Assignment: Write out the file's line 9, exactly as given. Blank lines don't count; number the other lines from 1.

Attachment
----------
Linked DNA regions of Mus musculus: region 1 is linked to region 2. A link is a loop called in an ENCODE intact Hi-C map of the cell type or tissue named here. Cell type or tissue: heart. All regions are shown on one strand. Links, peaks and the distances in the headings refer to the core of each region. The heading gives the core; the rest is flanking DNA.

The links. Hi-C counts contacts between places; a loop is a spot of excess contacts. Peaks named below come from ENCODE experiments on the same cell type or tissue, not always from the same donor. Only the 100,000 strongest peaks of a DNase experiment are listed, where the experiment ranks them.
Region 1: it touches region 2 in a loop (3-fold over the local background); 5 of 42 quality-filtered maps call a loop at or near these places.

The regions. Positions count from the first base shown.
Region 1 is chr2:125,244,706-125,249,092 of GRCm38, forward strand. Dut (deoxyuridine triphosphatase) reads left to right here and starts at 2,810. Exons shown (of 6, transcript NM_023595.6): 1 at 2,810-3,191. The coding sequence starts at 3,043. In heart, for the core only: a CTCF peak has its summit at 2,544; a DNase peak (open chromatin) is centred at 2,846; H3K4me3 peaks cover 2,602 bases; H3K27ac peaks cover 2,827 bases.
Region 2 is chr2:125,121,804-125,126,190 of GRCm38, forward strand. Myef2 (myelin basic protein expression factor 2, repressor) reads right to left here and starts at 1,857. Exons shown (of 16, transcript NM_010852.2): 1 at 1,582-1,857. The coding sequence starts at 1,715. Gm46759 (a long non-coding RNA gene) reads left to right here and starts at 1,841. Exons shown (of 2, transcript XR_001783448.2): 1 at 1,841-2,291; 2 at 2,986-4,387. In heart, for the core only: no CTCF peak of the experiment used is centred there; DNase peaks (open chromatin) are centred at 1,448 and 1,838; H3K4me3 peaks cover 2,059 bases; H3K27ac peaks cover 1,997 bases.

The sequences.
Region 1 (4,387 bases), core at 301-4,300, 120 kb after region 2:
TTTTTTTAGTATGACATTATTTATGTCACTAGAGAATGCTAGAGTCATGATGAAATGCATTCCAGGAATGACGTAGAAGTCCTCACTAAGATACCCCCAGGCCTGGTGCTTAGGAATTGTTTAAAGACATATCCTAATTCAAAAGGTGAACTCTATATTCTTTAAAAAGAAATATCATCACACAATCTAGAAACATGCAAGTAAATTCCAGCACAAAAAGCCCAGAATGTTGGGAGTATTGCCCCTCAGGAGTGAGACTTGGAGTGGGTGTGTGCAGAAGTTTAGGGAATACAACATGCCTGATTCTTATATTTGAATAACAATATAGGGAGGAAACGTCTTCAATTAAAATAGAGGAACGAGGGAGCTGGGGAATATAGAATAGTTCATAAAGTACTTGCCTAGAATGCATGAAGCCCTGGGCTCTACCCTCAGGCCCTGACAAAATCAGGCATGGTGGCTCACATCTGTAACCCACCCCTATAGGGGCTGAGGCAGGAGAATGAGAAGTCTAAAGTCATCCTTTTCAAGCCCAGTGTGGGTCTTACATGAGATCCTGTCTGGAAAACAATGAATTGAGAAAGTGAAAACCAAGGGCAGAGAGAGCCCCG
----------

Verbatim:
TTTTTTTAGTATGACATTATTTATGTCACTAGAGAATGCTAGAGTCATGATGAAATGCATTCCAGGAATGACGTAGAAGTCCTCACTAAGATACCCCCAGGCCTGGTGCTTAGGAATTGTTTAAAGACATATCCTAATTCAAAAGGTGAACTCTATATTCTTTAAAAAGAAATATCATCACACAATCTAGAAACATGCAAGTAAATTCCAGCACAAAAAGCCCAGAATGTTGGGAGTATTGCCCCTCAGGAGTGAGACTTGGAGTGGGTGTGTGCAGAAGTTTAGGGAATACAACATGCCTGATTCTTATATTTGAATAACAATATAGGGAGGAAACGTCTTCAATTAAAATAGAGGAACGAGGGAGCTGGGGAATATAGAATAGTTCATAAAGTACTTGCCTAGAATGCATGAAGCCCTGGGCTCTACCCTCAGGCCCTGACAAAATCAGGCATGGTGGCTCACATCTGTAACCCACCCCTATAGGGGCTGAGGCAGGAGAATGAGAAGTCTAAAGTCATCCTTTTCAAGCCCAGTGTGGGTCTTACATGAGATCCTGTCTGGAAAACAATGAATTGAGAAAGTGAAAACCAAGGGCAGAGAGAGCCCCG